Environmental health research is the study of the effects of the environment--both natural and built--on our health. Understanding the links between environmental effects and human health is essential for planning and developing public health prevention and adaptation strategies.
The Environmental Health Research Program focuses specifically on research of environmental risks that affect the health of First Nations people and Inuit; these risks pose a particular threat to Aboriginal Peoples whose lives and culture are fundamentally intertwined with the natural environment.
The program supports First Nations and Inuit in their efforts to conduct community-based research, monitoring, surveillance, laboratory and field studies related to the physical, chemical, biological and radiological risks to human health. These activities are aimed at increasing First Nations and Inuit participation in research and studies relating to the role of environmental hazards in illnesses or in health problems.
Community-based research in First Nations and Inuit communities is a central aspect of the program's work. Community-based research incorporates both conventional science and local knowledge as communities select research topics that are relevant and beneficial to them. Community-based research balances the interests, benefits and responsibilities between the community and the science institution.
Community-based research also enhances the capacity of First Nations and Inuit communities to work with governments, agencies, academia and other organizations to incorporate both scientific and Traditional Knowledge in environmental health studies and outreach materials.
The program's collaborative analysis ofenvironmental health research contributes to international research initiatives, such as those of the World Health Organization, the Arctic Monitoring and Assessment Programme, the United States Environmental Protection Agency, and the North American Commission of Environmental Cooperation.
Learn more about the program's key elements:
Most of us are aware that we are exposed to environmental chemicals in our daily lives; chemicals that make their way into our bodies through the air we breathe, the food and water we eat and drink, and through our skin.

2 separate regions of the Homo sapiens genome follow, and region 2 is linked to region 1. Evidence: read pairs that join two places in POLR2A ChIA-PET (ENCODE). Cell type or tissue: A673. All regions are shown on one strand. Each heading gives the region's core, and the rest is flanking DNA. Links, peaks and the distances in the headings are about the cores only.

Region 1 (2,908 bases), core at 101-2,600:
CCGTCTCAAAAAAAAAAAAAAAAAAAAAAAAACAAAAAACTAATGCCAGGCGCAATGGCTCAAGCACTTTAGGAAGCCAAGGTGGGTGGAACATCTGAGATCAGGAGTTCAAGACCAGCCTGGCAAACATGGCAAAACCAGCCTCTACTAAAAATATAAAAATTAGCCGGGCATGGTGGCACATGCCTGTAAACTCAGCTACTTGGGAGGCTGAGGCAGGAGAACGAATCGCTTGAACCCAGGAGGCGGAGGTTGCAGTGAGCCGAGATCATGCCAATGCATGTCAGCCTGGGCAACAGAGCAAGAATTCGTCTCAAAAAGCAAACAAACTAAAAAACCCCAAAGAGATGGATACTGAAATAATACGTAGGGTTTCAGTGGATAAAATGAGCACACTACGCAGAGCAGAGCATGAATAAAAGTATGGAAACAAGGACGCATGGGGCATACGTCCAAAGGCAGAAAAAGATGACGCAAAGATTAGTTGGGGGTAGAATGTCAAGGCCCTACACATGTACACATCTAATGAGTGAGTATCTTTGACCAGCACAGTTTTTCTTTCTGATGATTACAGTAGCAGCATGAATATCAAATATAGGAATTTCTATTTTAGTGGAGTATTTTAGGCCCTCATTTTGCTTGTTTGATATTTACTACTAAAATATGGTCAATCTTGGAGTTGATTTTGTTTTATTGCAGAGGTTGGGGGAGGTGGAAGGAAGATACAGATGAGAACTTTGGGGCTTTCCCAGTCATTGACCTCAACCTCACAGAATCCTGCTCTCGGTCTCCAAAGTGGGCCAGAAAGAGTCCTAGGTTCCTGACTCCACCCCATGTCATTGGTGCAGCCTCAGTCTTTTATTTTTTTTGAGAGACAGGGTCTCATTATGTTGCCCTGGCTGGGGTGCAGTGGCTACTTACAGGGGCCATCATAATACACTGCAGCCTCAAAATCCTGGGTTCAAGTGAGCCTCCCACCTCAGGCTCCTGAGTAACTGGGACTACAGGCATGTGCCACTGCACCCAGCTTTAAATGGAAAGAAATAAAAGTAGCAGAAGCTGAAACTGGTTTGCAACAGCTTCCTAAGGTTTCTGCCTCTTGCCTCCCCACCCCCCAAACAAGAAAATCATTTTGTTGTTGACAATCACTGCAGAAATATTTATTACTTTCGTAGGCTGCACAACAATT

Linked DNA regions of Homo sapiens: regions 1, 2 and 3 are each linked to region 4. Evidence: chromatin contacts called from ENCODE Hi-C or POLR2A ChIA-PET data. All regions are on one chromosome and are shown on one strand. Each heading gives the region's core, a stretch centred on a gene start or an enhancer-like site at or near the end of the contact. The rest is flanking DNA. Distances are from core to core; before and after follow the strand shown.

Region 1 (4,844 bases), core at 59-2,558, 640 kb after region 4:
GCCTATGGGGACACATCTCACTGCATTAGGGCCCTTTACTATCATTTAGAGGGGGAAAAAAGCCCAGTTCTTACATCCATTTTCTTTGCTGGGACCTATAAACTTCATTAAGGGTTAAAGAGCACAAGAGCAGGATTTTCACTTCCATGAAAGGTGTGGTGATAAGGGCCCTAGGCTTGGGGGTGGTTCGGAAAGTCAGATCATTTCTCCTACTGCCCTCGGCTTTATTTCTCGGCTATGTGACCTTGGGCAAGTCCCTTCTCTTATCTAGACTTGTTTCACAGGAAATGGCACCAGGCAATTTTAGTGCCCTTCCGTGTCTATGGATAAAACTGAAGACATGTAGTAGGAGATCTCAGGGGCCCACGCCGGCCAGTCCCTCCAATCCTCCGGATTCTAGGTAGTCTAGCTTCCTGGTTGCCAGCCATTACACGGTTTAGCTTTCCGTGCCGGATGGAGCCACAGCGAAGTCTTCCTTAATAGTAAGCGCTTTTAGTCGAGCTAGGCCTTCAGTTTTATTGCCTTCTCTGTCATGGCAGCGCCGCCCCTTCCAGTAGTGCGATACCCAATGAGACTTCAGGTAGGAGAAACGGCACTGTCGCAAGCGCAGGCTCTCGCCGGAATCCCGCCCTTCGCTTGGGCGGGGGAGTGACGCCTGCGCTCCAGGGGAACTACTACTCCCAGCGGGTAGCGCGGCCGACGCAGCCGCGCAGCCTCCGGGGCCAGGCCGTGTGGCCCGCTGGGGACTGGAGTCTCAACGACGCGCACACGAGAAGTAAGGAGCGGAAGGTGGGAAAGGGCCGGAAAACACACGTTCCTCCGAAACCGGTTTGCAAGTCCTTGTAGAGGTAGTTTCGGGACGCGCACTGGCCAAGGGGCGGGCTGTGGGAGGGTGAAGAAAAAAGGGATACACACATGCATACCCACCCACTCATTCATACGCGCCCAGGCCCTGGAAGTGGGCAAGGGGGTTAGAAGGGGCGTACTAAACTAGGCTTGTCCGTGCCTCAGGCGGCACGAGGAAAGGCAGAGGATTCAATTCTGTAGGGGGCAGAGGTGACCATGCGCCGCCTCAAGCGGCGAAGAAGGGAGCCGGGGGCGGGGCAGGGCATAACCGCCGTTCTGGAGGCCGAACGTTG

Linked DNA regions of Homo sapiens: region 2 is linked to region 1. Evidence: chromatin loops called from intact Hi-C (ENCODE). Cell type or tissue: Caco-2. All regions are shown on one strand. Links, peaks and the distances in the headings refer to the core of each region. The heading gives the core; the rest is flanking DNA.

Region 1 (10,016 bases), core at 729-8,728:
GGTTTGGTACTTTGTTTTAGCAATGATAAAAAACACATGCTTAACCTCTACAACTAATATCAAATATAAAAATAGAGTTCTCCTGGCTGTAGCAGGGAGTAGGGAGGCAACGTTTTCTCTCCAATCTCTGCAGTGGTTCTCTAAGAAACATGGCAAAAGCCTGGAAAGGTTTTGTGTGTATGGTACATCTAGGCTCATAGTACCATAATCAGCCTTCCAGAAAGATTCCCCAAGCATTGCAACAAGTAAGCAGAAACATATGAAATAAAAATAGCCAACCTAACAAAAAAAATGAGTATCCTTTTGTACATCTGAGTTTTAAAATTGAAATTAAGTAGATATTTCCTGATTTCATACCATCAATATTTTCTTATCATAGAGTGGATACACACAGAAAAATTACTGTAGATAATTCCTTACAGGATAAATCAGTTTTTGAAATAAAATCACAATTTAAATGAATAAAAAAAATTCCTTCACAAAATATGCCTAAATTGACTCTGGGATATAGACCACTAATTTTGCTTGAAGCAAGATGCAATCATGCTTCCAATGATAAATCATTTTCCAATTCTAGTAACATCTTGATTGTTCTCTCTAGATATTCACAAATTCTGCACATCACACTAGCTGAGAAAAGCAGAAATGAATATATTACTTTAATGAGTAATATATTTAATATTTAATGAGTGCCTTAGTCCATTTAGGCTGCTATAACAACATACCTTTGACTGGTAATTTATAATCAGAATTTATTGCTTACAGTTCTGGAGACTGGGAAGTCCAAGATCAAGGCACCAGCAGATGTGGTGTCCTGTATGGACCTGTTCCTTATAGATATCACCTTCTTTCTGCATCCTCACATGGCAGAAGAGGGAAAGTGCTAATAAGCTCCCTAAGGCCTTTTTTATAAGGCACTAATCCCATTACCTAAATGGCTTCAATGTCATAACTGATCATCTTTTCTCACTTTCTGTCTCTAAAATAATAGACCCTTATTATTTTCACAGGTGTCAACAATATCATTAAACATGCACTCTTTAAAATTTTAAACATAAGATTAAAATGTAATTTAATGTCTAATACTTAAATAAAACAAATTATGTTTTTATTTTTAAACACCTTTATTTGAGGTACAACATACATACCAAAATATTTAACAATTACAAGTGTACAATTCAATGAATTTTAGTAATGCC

Biomonitoring is increasingly being used as an effective method for measuring and monitoring the level of contaminants in human populations. It measures chemicals in our body, through the analysis of blood, urine, breast milk, hair or nail samples.
The First Nations Biomonitoring Initiative was developed to establish baseline levels, (i.e., what are 'normal' levels), for specific environmental chemicals in First Nations peoples living on reserve. Participants are tested for exposure to contaminants such as trace metals (lead, mercury, cadmium, etc.), pesticides, PCBs, bisphenol-A, and brominated flame retardants, among others.
This information will direct future research to better understand the cause-effect relationship that some of these newer, less understood chemicals have to human health. It also complements the national Canadian Health Measures Survey that is representative of the Canadian population but excludes First Nations on reserve and Inuit. Over time, the information obtained will allow First Nations to track trends of exposure levels in First Nations populations, and allow comparisons to the Canadian general population and other subpopulations.
This Initiative, run in partnership with the Assembly of First Nations, is the first survey of to be carried out for First Nations people across Canada that focuses on such a breadth of environmental chemicals.
Climate is rapidly changing in Canada's north. Melting sea and lake ice, degrading permafrost and unpredictable weather are affecting Northerners' ability to find and/or hunt traditional foods, to access safe drinking water and to maintain their homes and communities. Warmer temperatures have led to increases in spoilage of traditional foods, infectious diseases, injuries, sunburns and skin rashes. They have also led to a release of contaminants previously locked up in permafrost and ice. Climate change is a human health issue as well as an environmental one.
This initiative assists northern First Nation and Inuit communities in developing research proposals to identify and respond to the health impacts associated with climate change using both formal science and traditional knowledge. Results from these projects are used to design meaningful health adaptation plans and tools, and to enhance decision-making regarding health adaptation in the North.